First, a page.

The invention provides a plurality of golf club shafts and a second plurality of shaft extensions. By using various combinations of shafts and of extensions, one can cover the full range of shaft lengths and stiffnesses while having far fewer shafts and fewer total parts than would be required if the extensions were not employed. In one embodiment of the invention a reduction of fifteen has been achieved in the number of shafts that needs to be carried in inventory for each shaft style that is offered.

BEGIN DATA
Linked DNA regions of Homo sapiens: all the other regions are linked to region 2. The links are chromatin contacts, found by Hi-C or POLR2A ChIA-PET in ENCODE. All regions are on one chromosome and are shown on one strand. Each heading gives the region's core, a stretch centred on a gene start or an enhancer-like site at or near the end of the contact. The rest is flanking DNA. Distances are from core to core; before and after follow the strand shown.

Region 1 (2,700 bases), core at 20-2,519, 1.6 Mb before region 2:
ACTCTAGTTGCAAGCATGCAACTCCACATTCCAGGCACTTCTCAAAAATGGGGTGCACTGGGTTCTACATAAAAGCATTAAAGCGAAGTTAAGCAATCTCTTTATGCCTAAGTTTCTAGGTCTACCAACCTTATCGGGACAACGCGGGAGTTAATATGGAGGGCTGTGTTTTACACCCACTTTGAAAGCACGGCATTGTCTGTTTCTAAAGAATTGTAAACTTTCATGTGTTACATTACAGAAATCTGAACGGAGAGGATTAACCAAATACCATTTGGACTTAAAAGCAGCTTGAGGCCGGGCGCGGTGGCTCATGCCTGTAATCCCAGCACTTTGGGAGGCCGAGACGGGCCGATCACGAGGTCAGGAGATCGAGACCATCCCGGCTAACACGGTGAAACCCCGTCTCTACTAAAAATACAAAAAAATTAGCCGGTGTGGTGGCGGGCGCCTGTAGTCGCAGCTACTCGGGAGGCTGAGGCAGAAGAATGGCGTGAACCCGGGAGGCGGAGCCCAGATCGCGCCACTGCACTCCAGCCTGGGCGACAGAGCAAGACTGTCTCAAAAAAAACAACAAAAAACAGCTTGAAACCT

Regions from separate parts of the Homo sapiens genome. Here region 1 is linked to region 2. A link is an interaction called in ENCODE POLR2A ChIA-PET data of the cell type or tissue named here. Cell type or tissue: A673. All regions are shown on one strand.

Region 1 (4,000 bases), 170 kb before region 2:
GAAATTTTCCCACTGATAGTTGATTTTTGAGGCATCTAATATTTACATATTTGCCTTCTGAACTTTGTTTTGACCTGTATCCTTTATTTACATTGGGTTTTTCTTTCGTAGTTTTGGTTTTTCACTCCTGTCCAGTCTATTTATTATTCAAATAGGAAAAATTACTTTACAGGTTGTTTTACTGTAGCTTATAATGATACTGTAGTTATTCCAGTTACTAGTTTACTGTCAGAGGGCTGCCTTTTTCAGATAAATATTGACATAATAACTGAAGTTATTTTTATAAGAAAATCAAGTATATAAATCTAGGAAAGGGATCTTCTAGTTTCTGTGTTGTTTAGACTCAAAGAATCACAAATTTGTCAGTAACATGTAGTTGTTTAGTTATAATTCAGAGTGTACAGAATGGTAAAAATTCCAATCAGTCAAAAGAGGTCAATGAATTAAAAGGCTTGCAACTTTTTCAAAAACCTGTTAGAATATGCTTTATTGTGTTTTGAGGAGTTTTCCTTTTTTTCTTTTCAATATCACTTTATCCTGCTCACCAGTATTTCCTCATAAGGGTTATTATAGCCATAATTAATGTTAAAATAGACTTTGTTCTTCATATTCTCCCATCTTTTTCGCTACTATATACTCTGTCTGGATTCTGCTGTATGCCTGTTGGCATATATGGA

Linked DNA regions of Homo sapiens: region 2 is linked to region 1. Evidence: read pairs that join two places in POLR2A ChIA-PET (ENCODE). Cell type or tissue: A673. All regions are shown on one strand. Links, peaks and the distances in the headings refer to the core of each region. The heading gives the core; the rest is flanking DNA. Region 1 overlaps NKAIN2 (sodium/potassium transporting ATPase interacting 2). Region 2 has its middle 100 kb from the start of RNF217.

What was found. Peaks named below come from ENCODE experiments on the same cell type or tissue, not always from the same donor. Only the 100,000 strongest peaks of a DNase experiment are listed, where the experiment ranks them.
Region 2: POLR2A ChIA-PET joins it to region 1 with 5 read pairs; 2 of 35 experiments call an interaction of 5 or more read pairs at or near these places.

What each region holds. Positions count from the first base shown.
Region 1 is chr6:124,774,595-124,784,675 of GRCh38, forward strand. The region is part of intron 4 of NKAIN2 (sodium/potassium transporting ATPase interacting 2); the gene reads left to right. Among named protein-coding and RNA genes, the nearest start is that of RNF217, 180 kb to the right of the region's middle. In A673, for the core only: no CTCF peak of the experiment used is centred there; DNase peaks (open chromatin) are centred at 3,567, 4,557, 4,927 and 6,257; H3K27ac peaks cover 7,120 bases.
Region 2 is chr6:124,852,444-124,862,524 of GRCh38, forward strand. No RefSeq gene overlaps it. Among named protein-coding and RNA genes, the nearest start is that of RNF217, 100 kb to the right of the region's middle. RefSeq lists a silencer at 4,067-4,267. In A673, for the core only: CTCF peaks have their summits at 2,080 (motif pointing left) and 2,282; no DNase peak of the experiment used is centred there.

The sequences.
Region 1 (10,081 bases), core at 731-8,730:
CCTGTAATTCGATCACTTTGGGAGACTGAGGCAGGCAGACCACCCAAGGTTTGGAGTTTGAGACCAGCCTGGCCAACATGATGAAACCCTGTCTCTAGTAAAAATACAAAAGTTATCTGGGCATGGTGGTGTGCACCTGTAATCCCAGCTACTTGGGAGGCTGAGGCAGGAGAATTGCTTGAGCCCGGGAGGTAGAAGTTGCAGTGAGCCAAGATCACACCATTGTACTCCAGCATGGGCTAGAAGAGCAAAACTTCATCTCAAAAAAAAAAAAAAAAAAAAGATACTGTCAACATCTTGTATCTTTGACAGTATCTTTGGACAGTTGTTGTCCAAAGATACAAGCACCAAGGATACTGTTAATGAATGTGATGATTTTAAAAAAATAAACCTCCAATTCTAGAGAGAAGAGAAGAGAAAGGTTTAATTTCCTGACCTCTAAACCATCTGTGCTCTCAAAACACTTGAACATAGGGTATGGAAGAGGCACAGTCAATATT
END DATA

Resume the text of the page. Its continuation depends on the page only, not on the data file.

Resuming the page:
The invention provides a plurality of grips that can be removably installed on a golf club shaft so that a player can test grips having various outer diameters, degrees of resilience, and surface designs and textures. These removable grips cooperate with the shaft extensions so that the shaft length can be changed by removing the grip, inserting or removing a shaft extension, and replacing the grip. A preferred grip of the invention is a tubular elastomeric body having one closed end, the grip being conventional in appearance save for a longitudinal slit extending along one side from the open end of the tube to a point near the closed end. The inner diameter of the grip is chosen to closely match the outer diameter of the club shaft, and in a preferred embodiment, is selected to be equal thereto within manufacturing tolerance limitations. The inner surface of the grip is smooth, so as to provide maximum contact area between the grip and the club shaft. This arrangement has been found to not only provide a grip that can be easily slid onto and off of the shaft, but to also provide a grip that does not slide about while the player is swinging the try club.